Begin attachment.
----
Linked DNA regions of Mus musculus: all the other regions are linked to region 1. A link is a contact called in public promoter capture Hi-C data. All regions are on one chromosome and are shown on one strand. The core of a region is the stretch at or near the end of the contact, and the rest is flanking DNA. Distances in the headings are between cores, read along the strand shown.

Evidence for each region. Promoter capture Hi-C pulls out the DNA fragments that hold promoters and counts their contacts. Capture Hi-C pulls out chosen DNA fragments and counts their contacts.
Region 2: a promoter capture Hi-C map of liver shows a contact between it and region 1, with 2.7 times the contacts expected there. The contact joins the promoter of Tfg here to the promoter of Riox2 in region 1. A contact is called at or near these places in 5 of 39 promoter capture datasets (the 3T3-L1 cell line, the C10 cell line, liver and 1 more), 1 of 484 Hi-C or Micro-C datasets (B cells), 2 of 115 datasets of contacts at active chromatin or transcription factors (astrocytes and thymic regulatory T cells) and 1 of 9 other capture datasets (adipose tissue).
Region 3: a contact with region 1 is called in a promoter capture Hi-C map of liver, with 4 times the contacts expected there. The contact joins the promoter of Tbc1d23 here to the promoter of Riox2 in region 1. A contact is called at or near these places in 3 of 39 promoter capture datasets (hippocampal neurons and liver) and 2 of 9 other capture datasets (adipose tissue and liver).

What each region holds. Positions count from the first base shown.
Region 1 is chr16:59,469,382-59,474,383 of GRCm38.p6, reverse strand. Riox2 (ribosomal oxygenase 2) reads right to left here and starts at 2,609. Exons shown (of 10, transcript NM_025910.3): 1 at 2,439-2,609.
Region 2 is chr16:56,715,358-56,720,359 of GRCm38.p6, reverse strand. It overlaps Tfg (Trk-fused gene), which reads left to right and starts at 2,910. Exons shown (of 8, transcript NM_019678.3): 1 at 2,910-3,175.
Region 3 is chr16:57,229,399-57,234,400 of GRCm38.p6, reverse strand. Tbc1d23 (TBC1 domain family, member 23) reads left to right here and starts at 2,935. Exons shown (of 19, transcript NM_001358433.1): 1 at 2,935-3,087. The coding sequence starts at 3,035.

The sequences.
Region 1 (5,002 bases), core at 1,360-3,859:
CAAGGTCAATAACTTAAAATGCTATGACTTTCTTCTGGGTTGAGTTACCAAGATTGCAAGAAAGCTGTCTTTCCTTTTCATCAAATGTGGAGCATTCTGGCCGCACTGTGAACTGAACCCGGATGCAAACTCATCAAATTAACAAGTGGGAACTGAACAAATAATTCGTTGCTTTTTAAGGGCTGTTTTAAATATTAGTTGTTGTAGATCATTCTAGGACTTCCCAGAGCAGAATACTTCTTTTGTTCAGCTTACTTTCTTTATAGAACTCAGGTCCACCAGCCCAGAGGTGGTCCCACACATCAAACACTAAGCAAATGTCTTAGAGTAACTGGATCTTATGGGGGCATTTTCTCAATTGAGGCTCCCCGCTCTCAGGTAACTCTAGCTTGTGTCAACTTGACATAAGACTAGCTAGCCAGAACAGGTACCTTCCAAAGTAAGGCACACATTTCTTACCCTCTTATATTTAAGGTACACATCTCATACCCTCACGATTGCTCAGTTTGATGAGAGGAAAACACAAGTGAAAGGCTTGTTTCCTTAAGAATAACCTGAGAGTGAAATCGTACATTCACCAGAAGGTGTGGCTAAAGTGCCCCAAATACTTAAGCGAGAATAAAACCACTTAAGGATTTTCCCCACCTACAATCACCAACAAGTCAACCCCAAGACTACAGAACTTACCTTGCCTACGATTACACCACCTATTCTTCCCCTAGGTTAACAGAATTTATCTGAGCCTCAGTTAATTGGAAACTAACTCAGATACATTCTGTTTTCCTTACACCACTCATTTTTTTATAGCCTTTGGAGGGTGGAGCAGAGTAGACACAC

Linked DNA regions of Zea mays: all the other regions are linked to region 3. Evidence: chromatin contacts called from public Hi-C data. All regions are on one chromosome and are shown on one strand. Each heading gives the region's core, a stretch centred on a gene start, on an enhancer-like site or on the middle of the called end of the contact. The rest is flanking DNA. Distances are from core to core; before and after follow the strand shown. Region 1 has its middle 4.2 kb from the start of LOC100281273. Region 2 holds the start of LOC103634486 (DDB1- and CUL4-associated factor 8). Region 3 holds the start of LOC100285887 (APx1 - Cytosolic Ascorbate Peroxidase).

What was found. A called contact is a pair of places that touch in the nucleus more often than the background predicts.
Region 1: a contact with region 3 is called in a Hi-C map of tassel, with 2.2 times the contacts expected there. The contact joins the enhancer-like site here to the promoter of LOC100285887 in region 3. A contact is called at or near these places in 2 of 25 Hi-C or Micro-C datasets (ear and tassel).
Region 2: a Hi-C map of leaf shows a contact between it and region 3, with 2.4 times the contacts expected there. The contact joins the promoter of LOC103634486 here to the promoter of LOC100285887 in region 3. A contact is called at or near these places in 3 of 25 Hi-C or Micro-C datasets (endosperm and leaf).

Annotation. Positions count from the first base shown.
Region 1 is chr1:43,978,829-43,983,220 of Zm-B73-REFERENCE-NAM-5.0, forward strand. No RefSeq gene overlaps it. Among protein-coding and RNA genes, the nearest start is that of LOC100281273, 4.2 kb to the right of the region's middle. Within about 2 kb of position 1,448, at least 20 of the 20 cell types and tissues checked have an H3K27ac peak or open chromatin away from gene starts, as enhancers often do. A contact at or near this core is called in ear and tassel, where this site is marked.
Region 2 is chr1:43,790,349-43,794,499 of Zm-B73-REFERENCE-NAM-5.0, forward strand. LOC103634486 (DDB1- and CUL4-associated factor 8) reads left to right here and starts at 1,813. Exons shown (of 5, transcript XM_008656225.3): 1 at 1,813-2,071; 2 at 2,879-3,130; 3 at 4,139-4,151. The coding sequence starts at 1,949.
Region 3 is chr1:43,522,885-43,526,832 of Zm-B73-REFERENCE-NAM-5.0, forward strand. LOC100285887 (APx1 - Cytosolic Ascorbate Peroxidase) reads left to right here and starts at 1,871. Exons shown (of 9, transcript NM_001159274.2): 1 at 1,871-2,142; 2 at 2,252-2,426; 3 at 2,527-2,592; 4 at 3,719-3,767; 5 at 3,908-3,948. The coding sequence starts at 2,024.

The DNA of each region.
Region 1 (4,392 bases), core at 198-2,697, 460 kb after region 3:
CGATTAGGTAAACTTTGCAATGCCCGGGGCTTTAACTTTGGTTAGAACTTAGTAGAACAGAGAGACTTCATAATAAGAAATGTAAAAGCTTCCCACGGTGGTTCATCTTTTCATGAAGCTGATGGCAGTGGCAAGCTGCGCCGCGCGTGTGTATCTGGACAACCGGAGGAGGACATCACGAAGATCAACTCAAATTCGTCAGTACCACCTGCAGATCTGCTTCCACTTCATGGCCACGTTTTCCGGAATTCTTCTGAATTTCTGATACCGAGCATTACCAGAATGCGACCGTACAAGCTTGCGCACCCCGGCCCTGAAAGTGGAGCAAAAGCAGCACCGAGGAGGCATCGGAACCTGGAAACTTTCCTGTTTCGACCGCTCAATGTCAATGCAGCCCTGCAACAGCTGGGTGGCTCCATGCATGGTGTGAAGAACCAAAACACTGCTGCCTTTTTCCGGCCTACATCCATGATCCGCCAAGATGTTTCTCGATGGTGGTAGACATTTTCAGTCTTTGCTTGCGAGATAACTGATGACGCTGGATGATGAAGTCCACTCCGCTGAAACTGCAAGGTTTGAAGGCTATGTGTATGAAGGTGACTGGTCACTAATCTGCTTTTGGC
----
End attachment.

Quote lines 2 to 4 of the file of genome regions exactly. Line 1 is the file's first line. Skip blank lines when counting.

Evidence for each region. Promoter capture Hi-C pulls out the DNA fragments that hold promoters and counts their contacts. Capture Hi-C pulls out chosen DNA fragments and counts their contacts.
Region 2: a promoter capture Hi-C map of liver shows a contact between it and region 1, with 2.7 times the contacts expected there. The contact joins the promoter of Tfg here to the promoter of Riox2 in region 1. A contact is called at or near these places in 5 of 39 promoter capture datasets (the 3T3-L1 cell line, the C10 cell line, liver and 1 more), 1 of 484 Hi-C or Micro-C datasets (B cells), 2 of 115 datasets of contacts at active chromatin or transcription factors (astrocytes and thymic regulatory T cells) and 1 of 9 other capture datasets (adipose tissue).
Region 3: a contact with region 1 is called in a promoter capture Hi-C map of liver, with 4 times the contacts expected there. The contact joins the promoter of Tbc1d23 here to the promoter of Riox2 in region 1. A contact is called at or near these places in 3 of 39 promoter capture datasets (hippocampal neurons and liver) and 2 of 9 other capture datasets (adipose tissue and liver).